"My response would be to say the Matthew 24 passage in fact relates to every period of history. There have always been catastrophic earthquakes," Gibbs said.

"The many natural catastrophes that occur are really warning sings to us that life is fragile. I think modern people need that warning. When these awful things happen, it is a reminder that nature is far, far more powerful than our ability to control it."

Gibbs said he does not think the earthquake in Japan augurs the end of the world.

"I would personally regard it as a progressive fulfillment, not that this is a special fulfillment of 'end times.' These catastrophes continue to happen, and I think we need them to shake us out of our comfort zone."

“I think that on Franklin’s side, we do need that reminder today that we live in a finite world,” Gibbs said.

Regardless of Graham's beliefs, his aid organization continues to be on the front lines of disasters around the world.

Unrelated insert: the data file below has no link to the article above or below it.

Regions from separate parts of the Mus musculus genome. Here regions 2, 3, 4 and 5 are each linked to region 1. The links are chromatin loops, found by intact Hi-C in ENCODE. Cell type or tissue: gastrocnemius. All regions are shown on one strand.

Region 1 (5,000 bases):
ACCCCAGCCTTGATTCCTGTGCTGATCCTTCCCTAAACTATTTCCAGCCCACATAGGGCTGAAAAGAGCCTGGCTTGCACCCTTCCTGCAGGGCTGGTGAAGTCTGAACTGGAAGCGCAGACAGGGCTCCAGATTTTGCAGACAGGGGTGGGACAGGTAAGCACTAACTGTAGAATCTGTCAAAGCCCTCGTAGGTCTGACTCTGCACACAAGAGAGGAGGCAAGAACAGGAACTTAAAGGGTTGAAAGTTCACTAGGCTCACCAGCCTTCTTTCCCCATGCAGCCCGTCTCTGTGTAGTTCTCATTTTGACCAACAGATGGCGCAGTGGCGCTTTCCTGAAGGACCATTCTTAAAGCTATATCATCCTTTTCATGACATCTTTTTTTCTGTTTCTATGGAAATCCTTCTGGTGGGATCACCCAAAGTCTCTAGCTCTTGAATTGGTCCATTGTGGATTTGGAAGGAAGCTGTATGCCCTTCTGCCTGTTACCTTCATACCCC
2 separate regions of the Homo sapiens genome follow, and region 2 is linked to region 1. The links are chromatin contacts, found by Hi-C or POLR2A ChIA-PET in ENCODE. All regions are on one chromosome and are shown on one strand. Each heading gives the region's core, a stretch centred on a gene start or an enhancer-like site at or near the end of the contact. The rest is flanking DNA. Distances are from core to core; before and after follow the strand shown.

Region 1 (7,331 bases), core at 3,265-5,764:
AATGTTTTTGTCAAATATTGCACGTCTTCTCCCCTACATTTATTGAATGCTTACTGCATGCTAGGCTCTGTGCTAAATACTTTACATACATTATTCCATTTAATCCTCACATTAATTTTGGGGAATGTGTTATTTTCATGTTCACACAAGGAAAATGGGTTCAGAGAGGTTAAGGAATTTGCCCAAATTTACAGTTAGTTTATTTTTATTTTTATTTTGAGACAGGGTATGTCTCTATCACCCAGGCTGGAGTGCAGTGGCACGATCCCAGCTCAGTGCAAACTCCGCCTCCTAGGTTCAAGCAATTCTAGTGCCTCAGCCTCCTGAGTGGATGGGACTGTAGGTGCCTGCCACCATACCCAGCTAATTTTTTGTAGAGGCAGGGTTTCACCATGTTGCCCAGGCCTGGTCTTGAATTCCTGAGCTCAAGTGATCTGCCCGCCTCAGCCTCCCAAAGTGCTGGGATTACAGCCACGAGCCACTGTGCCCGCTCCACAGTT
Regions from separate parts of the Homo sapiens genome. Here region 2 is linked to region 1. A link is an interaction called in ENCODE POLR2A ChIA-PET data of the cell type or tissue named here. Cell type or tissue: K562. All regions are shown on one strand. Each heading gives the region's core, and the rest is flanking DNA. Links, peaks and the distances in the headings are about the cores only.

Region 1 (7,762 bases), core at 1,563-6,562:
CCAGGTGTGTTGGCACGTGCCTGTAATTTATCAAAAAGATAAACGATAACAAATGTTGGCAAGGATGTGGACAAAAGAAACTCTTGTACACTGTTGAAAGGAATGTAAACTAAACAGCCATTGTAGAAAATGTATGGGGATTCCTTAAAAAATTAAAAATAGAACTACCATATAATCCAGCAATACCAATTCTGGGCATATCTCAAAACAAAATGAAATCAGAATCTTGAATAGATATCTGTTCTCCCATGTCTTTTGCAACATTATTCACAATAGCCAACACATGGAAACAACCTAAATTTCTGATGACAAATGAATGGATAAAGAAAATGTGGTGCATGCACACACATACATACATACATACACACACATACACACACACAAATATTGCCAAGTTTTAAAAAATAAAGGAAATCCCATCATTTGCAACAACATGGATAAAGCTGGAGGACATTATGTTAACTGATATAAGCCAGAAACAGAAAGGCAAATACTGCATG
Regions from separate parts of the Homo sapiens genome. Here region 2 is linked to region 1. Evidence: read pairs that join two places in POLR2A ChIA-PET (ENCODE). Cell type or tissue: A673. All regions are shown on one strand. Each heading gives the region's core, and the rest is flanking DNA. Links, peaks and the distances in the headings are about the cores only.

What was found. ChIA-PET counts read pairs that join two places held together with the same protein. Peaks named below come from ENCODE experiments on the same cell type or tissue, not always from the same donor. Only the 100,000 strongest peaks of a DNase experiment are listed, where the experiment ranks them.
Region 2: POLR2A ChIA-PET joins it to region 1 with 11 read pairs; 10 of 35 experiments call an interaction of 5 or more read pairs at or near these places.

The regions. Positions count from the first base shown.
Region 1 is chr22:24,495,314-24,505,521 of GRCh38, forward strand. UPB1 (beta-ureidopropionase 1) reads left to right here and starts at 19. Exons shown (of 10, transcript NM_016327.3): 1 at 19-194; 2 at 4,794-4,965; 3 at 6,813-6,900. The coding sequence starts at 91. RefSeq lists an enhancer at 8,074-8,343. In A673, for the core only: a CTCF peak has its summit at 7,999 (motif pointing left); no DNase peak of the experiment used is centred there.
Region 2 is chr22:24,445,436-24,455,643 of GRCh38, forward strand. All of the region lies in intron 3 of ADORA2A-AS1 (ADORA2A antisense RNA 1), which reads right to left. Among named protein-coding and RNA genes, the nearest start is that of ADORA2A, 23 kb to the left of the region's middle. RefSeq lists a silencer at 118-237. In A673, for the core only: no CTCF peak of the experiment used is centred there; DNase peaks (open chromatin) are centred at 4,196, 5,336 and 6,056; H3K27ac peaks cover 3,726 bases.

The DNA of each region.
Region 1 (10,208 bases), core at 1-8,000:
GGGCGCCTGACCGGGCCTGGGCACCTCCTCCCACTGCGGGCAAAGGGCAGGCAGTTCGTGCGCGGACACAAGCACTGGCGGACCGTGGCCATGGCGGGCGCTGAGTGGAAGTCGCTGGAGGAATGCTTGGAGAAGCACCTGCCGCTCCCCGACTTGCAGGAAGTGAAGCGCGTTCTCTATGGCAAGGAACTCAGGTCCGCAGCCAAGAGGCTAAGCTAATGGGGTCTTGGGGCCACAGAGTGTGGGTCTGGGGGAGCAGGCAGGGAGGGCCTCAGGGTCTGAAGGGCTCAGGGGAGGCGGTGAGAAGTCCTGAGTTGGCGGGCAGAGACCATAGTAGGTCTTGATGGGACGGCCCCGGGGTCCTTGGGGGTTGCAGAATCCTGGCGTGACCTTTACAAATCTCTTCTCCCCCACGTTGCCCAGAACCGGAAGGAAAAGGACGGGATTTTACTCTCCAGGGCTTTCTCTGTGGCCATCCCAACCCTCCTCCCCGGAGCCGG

Last week, Graham's charity shipped 90 tons of relief supplies to Japan. As with many other organizations, working in the hardest-hit areas has brought elevated concerns for safety. Graham told Newsmax:

I’ve told my staff, if any of you are nervous you don’t have go. ... I haven’t had one person back out. There are dangers wherever we go in the world, but as Christians we put faith in God. He’s called us to do this work. He’ll look after us and protect us. It’s not going to stop us from responding and helping. 

- CNN Belief Blog Co-Editor

Filed under: Belief • Bible • Christianity • Church

soundoff (1,412 Responses)
  1. madkoz

    The end of the world is a pretty good reason to not do anything to improve this one.

    March 22, 2011 at 6:27 am |
  2. jerry mdosi